Dougall asserts that the verbal request for the hair sample and the threat to pursue a court order, as opposed to the actual taking of the hair sample, violated his rights. While it might have been more prudent to request the hair sample after Dougall's attorney had arrived to avoid incidentally pressuring Dougall, there is no evidence that the agents designed the request to elicit damaging statements. The request itself did not draw a damaging response, other than submission of the hair samples at a non-critical stage of the case. Accordingly, the district court did not err in refusing to suppress the hair samples that could otherwise have been compelled.
Third, the agents remained in the interrogation room after Dougall reinvoked his fifth and sixth amendment rights. The agents sat quietly. Such minor momentary inaction is not akin to the clearly impermissible "Christian burial speech" held to violate the fifth and sixth amendments in Brewer v. Williams, 430 U.S. 387, 97 S.Ct. 1232, 51 L.Ed.2d 424 (1977), because of the improper psychological pressure placed upon the suspect. After Dougall reinitiated the conversation, the agents endeavored to ensure Dougall's comfort, at times ceasing their questioning to permit Dougall to smoke or drink. He was not hand-cuffed. He concedes that he did not feel threatened by the officers. The one particular silent moment which Dougall singles out from the ongoing accommodation accorded him by the agents and labels as an improper "tactic" designed to make him speak hardly is any more a tactic than the other silent moments that Dougall found more to his liking, and certainly no more coercive.3
None of the actions of which Dougall now complains amounts to improper interrogation. Therefore, the admission of the hair samples and of his confession was proper.
Dougall raises a D.C. Circuit case, United States v. Hinckley, 672 F.2d 115 (1982) holding that 25 minutes of FBI questioning that included information going to Hinkley's mental state (mental state was likely to be an issue in the case) under the circumstances of that case did not constitute routine booking. Here, the background questioning lasted only six minutes and yielded no potentially or actually incriminating information. Moreover, the D.C. Circuit follows a different rule from that of our circuit. We addressed the D.C. Rule in Menichino, distinguishing Proctor v. United States, 404 F.2d 819 (D.C.Cir.1968), a case that considered as impermissible a question merely "lending" itself to eliciting damaging statements. First, in Menichino, as well as our case here, the questions did not lend themselves to eliciting damaging statements; and second, in Menichino and in our case, the responses to the routine questions were not incriminating. Menichino left open the case in which the damaging statement is made in response to the booking question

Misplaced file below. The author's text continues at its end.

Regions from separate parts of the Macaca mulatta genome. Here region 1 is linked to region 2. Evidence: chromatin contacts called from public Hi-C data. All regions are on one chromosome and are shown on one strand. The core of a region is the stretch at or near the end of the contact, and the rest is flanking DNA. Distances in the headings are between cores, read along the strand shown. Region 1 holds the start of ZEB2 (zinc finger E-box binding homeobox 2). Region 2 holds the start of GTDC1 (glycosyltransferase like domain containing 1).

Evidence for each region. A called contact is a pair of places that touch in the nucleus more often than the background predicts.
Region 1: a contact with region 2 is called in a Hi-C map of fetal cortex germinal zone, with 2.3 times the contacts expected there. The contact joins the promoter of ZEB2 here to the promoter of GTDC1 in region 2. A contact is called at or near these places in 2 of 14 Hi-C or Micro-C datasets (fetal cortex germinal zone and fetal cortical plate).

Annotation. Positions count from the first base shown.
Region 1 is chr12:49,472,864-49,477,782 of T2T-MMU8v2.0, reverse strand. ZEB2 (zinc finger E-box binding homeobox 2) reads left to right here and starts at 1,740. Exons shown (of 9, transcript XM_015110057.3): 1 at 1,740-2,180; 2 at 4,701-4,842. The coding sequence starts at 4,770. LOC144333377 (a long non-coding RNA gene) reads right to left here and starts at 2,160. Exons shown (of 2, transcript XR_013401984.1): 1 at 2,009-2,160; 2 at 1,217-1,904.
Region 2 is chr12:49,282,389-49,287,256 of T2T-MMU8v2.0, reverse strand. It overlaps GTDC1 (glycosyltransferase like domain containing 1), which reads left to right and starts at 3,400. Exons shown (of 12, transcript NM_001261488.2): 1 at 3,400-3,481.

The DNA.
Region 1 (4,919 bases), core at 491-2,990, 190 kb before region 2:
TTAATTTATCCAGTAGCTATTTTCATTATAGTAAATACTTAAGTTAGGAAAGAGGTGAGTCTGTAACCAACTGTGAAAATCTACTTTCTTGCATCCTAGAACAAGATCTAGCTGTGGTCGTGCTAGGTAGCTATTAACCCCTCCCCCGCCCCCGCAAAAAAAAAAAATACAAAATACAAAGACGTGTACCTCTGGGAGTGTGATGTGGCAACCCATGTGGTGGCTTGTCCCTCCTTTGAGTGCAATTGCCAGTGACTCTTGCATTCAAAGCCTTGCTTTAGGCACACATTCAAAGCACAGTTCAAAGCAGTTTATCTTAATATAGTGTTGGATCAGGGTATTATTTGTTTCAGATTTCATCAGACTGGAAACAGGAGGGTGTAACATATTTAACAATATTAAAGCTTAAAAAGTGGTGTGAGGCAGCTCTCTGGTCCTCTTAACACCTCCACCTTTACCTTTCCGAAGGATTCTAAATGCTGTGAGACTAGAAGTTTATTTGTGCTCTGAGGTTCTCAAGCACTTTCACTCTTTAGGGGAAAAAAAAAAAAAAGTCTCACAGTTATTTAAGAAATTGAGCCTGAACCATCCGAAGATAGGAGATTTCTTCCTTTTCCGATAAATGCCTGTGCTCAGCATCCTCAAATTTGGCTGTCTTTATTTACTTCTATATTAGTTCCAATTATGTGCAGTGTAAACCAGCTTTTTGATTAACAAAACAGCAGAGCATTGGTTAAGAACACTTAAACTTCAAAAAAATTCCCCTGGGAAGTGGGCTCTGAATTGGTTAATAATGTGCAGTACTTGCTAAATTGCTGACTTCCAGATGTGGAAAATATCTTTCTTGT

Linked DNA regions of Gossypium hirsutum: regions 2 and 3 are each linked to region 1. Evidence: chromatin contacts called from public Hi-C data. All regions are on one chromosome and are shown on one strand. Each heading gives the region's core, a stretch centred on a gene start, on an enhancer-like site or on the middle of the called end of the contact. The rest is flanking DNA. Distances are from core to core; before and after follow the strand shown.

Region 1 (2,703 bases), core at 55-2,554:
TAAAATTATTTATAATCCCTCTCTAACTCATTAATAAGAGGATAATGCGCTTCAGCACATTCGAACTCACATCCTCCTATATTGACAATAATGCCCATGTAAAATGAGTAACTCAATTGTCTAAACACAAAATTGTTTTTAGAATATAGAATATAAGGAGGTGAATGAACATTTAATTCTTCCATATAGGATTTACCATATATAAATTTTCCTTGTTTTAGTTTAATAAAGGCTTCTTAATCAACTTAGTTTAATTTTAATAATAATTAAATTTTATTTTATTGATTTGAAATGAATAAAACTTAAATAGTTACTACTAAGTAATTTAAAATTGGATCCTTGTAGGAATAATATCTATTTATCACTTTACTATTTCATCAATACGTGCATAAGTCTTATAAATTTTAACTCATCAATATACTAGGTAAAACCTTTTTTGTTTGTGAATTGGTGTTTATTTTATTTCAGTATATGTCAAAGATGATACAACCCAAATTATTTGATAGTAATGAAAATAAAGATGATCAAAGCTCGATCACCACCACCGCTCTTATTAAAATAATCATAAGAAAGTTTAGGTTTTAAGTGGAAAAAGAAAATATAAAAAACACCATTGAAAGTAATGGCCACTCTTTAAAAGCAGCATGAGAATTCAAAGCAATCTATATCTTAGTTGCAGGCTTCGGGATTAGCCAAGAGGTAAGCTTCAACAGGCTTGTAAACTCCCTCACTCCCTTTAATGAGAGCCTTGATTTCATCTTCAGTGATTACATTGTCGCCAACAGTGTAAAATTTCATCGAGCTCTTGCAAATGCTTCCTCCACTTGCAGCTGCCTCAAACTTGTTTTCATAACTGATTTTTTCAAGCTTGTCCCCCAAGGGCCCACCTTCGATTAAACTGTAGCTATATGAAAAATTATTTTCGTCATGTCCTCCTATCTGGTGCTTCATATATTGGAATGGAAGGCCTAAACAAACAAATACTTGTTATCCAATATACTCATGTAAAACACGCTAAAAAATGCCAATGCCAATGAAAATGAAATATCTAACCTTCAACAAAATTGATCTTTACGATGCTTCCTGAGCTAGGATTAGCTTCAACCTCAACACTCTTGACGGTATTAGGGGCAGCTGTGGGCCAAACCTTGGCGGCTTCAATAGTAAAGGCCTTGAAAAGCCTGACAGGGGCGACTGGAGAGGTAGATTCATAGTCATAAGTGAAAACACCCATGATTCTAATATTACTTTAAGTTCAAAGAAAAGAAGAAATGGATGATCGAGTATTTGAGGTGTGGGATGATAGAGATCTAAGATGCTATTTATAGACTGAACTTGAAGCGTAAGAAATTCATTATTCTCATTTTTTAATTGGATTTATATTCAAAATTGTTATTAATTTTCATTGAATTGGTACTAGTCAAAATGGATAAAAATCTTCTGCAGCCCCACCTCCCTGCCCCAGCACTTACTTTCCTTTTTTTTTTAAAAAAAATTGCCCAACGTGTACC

In United States v. Webb, 755 F.2d 382 (5th Cir.1985) we came close to addressing this issue. There, a jail detention officer, trying to decide where to locate a defendant who just attempted suicide, asked the defendant what "kind of shit he got himself into" and the defendant responded with a confession of murder. Not surprisingly, the question, though asked in a custodial capacity, was considered non-custodial and incriminating.
See also Gilbert v. California, 388 U.S. 263, 267, 87 S.Ct. 1951, 1953, 18 L.Ed.2d 1178 (1967) (the taking of a writing sample did not occur at a critical stage); United States v. Terry, 702 F.2d 299 (2nd Cir.1983) (no right to counsel when palm print taken); Payne v. Thompson, 622 F.2d 254 (6th Cir.) cert. denied, 449 U.S. 1063, 101 S.Ct. 788, 66 L.Ed.2d 607 (1980) (hair and semen samples)
This is so even though one agent described the silence as a "tactic" and stated that the agents stayed and remained quiet to "[s]ee if [Dougall] would admit--you know, respond to the question [as to whether Dougall had sex with the victim]." Dougall eventually answered no to the question
Where other silences have occurred during the interrogation, waiting a short moment, quietly, without staring, to ensure that the defendant has finished saying what he wishes to say accommodates the defendant's comfort more than threatening to leave him alone.